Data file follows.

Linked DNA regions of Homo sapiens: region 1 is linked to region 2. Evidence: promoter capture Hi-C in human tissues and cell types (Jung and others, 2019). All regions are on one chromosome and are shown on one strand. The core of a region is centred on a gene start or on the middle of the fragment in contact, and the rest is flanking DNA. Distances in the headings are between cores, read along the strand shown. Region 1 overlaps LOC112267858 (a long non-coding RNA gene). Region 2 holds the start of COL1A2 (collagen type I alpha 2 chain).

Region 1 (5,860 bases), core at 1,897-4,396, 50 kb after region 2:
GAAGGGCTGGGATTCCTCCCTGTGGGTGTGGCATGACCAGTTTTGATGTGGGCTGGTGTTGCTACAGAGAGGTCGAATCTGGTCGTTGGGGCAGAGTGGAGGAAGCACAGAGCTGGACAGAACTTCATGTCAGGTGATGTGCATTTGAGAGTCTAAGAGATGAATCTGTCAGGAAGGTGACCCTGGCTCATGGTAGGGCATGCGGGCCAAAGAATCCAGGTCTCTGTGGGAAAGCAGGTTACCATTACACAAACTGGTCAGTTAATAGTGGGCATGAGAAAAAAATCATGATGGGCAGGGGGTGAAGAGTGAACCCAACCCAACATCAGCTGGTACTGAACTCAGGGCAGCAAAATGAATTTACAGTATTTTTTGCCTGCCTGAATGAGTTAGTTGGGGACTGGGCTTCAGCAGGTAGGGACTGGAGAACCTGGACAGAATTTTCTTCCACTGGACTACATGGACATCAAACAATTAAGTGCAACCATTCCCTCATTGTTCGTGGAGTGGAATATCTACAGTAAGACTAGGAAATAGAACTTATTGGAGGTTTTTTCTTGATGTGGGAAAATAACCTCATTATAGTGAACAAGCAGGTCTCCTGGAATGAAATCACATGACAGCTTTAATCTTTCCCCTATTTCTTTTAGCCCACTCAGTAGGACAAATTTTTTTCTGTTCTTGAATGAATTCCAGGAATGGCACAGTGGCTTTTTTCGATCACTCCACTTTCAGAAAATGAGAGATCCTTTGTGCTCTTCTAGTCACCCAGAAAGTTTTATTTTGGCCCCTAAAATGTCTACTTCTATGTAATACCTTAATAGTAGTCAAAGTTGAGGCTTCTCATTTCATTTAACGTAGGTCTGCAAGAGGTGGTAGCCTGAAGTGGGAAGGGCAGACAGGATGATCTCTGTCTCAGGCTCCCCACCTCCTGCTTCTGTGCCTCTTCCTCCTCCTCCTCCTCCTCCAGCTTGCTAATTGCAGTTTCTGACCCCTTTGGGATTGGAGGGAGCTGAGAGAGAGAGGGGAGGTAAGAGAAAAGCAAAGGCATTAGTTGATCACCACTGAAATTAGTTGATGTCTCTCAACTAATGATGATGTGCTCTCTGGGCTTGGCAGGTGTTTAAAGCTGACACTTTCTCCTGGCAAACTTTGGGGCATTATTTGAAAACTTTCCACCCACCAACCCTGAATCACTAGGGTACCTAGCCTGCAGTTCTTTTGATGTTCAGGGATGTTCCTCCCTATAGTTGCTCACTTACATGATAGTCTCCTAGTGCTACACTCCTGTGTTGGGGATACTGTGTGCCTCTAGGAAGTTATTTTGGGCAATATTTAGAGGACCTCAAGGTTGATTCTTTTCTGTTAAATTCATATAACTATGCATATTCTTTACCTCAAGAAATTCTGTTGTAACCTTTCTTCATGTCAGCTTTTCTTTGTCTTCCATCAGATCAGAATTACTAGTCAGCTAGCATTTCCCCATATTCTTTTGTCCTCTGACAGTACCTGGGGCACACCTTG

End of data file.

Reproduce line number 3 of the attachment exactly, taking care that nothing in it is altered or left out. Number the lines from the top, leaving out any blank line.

GAAGGGCTGGGATTCCTCCCTGTGGGTGTGGCATGACCAGTTTTGATGTGGGCTGGTGTTGCTACAGAGAGGTCGAATCTGGTCGTTGGGGCAGAGTGGAGGAAGCACAGAGCTGGACAGAACTTCATGTCAGGTGATGTGCATTTGAGAGTCTAAGAGATGAATCTGTCAGGAAGGTGACCCTGGCTCATGGTAGGGCATGCGGGCCAAAGAATCCAGGTCTCTGTGGGAAAGCAGGTTACCATTACACAAACTGGTCAGTTAATAGTGGGCATGAGAAAAAAATCATGATGGGCAGGGGGTGAAGAGTGAACCCAACCCAACATCAGCTGGTACTGAACTCAGGGCAGCAAAATGAATTTACAGTATTTTTTGCCTGCCTGAATGAGTTAGTTGGGGACTGGGCTTCAGCAGGTAGGGACTGGAGAACCTGGACAGAATTTTCTTCCACTGGACTACATGGACATCAAACAATTAAGTGCAACCATTCCCTCATTGTTCGTGGAGTGGAATATCTACAGTAAGACTAGGAAATAGAACTTATTGGAGGTTTTTTCTTGATGTGGGAAAATAACCTCATTATAGTGAACAAGCAGGTCTCCTGGAATGAAATCACATGACAGCTTTAATCTTTCCCCTATTTCTTTTAGCCCACTCAGTAGGACAAATTTTTTTCTGTTCTTGAATGAATTCCAGGAATGGCACAGTGGCTTTTTTCGATCACTCCACTTTCAGAAAATGAGAGATCCTTTGTGCTCTTCTAGTCACCCAGAAAGTTTTATTTTGGCCCCTAAAATGTCTACTTCTATGTAATACCTTAATAGTAGTCAAAGTTGAGGCTTCTCATTTCATTTAACGTAGGTCTGCAAGAGGTGGTAGCCTGAAGTGGGAAGGGCAGACAGGATGATCTCTGTCTCAGGCTCCCCACCTCCTGCTTCTGTGCCTCTTCCTCCTCCTCCTCCTCCTCCAGCTTGCTAATTGCAGTTTCTGACCCCTTTGGGATTGGAGGGAGCTGAGAGAGAGAGGGGAGGTAAGAGAAAAGCAAAGGCATTAGTTGATCACCACTGAAATTAGTTGATGTCTCTCAACTAATGATGATGTGCTCTCTGGGCTTGGCAGGTGTTTAAAGCTGACACTTTCTCCTGGCAAACTTTGGGGCATTATTTGAAAACTTTCCACCCACCAACCCTGAATCACTAGGGTACCTAGCCTGCAGTTCTTTTGATGTTCAGGGATGTTCCTCCCTATAGTTGCTCACTTACATGATAGTCTCCTAGTGCTACACTCCTGTGTTGGGGATACTGTGTGCCTCTAGGAAGTTATTTTGGGCAATATTTAGAGGACCTCAAGGTTGATTCTTTTCTGTTAAATTCATATAACTATGCATATTCTTTACCTCAAGAAATTCTGTTGTAACCTTTCTTCATGTCAGCTTTTCTTTGTCTTCCATCAGATCAGAATTACTAGTCAGCTAGCATTTCCCCATATTCTTTTGTCCTCTGACAGTACCTGGGGCACACCTTG